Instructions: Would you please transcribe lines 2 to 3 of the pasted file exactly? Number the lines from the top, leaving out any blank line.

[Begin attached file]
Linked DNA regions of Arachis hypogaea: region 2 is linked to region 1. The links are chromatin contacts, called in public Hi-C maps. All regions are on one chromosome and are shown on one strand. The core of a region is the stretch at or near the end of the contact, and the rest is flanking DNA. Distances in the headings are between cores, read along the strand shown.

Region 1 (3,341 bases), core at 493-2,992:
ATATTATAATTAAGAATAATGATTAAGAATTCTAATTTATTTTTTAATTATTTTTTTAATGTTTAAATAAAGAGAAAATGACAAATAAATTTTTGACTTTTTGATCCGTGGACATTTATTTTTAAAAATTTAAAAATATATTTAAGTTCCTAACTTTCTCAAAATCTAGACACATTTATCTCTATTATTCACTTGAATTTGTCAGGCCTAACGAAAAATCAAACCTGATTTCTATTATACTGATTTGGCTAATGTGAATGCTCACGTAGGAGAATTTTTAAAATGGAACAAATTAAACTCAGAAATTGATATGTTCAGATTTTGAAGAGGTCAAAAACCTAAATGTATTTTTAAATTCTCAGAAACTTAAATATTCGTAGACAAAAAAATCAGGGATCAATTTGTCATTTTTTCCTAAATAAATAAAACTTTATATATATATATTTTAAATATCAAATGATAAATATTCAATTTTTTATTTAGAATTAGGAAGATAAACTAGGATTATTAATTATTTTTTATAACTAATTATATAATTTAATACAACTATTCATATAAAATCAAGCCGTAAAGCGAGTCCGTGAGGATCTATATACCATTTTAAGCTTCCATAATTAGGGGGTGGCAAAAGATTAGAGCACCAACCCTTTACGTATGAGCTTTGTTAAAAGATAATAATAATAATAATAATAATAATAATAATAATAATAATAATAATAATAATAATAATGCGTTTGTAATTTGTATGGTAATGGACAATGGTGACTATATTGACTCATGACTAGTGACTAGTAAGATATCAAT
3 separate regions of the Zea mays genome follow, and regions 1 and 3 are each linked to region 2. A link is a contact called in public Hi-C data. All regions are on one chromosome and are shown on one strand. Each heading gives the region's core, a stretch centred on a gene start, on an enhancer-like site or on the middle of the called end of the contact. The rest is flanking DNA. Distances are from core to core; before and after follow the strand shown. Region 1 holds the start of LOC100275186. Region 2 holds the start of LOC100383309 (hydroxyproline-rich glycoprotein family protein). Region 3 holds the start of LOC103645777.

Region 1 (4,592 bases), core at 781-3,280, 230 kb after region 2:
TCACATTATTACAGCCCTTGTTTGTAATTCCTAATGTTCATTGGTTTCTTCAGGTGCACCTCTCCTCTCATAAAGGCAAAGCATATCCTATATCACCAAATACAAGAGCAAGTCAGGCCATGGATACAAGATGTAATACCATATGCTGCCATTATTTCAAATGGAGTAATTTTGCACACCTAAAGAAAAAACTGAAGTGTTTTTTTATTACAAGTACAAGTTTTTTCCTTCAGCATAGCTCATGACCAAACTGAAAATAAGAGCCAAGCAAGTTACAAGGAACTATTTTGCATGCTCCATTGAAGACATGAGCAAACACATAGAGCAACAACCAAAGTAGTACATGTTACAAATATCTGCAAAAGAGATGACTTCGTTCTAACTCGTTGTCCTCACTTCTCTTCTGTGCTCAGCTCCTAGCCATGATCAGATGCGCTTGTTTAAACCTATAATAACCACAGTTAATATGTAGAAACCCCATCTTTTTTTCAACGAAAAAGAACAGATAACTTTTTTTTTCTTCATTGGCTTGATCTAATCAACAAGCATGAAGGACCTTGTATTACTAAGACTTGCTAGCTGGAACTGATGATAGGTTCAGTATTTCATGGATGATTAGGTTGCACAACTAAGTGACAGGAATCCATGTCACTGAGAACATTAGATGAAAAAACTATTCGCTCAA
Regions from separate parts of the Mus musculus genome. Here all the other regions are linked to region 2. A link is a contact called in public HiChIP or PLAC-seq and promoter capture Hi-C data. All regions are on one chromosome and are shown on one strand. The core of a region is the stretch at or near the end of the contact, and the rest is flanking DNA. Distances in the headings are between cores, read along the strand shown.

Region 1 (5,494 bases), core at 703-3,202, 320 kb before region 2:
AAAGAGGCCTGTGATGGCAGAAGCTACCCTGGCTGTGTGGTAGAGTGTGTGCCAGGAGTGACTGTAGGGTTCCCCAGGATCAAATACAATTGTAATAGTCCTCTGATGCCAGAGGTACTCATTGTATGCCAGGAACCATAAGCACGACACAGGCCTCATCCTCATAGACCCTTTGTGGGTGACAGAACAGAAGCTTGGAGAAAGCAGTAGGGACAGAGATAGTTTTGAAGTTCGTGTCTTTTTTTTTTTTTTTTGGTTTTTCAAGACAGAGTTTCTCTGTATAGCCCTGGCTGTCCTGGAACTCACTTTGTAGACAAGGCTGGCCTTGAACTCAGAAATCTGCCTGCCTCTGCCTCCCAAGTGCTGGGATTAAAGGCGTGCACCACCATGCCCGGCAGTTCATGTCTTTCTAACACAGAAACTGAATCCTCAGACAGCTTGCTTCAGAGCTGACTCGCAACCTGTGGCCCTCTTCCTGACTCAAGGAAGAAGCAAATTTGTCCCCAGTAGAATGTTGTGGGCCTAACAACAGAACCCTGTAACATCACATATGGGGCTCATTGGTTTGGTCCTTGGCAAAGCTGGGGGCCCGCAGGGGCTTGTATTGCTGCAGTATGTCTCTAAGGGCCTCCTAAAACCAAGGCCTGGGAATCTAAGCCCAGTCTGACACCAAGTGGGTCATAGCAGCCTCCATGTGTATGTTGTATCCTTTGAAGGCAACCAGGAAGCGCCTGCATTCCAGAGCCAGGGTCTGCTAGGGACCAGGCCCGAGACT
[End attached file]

Region 1 (3,341 bases), core at 493-2,992:
ATATTATAATTAAGAATAATGATTAAGAATTCTAATTTATTTTTTAATTATTTTTTTAATGTTTAAATAAAGAGAAAATGACAAATAAATTTTTGACTTTTTGATCCGTGGACATTTATTTTTAAAAATTTAAAAATATATTTAAGTTCCTAACTTTCTCAAAATCTAGACACATTTATCTCTATTATTCACTTGAATTTGTCAGGCCTAACGAAAAATCAAACCTGATTTCTATTATACTGATTTGGCTAATGTGAATGCTCACGTAGGAGAATTTTTAAAATGGAACAAATTAAACTCAGAAATTGATATGTTCAGATTTTGAAGAGGTCAAAAACCTAAATGTATTTTTAAATTCTCAGAAACTTAAATATTCGTAGACAAAAAAATCAGGGATCAATTTGTCATTTTTTCCTAAATAAATAAAACTTTATATATATATATTTTAAATATCAAATGATAAATATTCAATTTTTTATTTAGAATTAGGAAGATAAACTAGGATTATTAATTATTTTTTATAACTAATTATATAATTTAATACAACTATTCATATAAAATCAAGCCGTAAAGCGAGTCCGTGAGGATCTATATACCATTTTAAGCTTCCATAATTAGGGGGTGGCAAAAGATTAGAGCACCAACCCTTTACGTATGAGCTTTGTTAAAAGATAATAATAATAATAATAATAATAATAATAATAATAATAATAATAATAATAATAATAATGCGTTTGTAATTTGTATGGTAATGGACAATGGTGACTATATTGACTCATGACTAGTGACTAGTAAGATATCAAT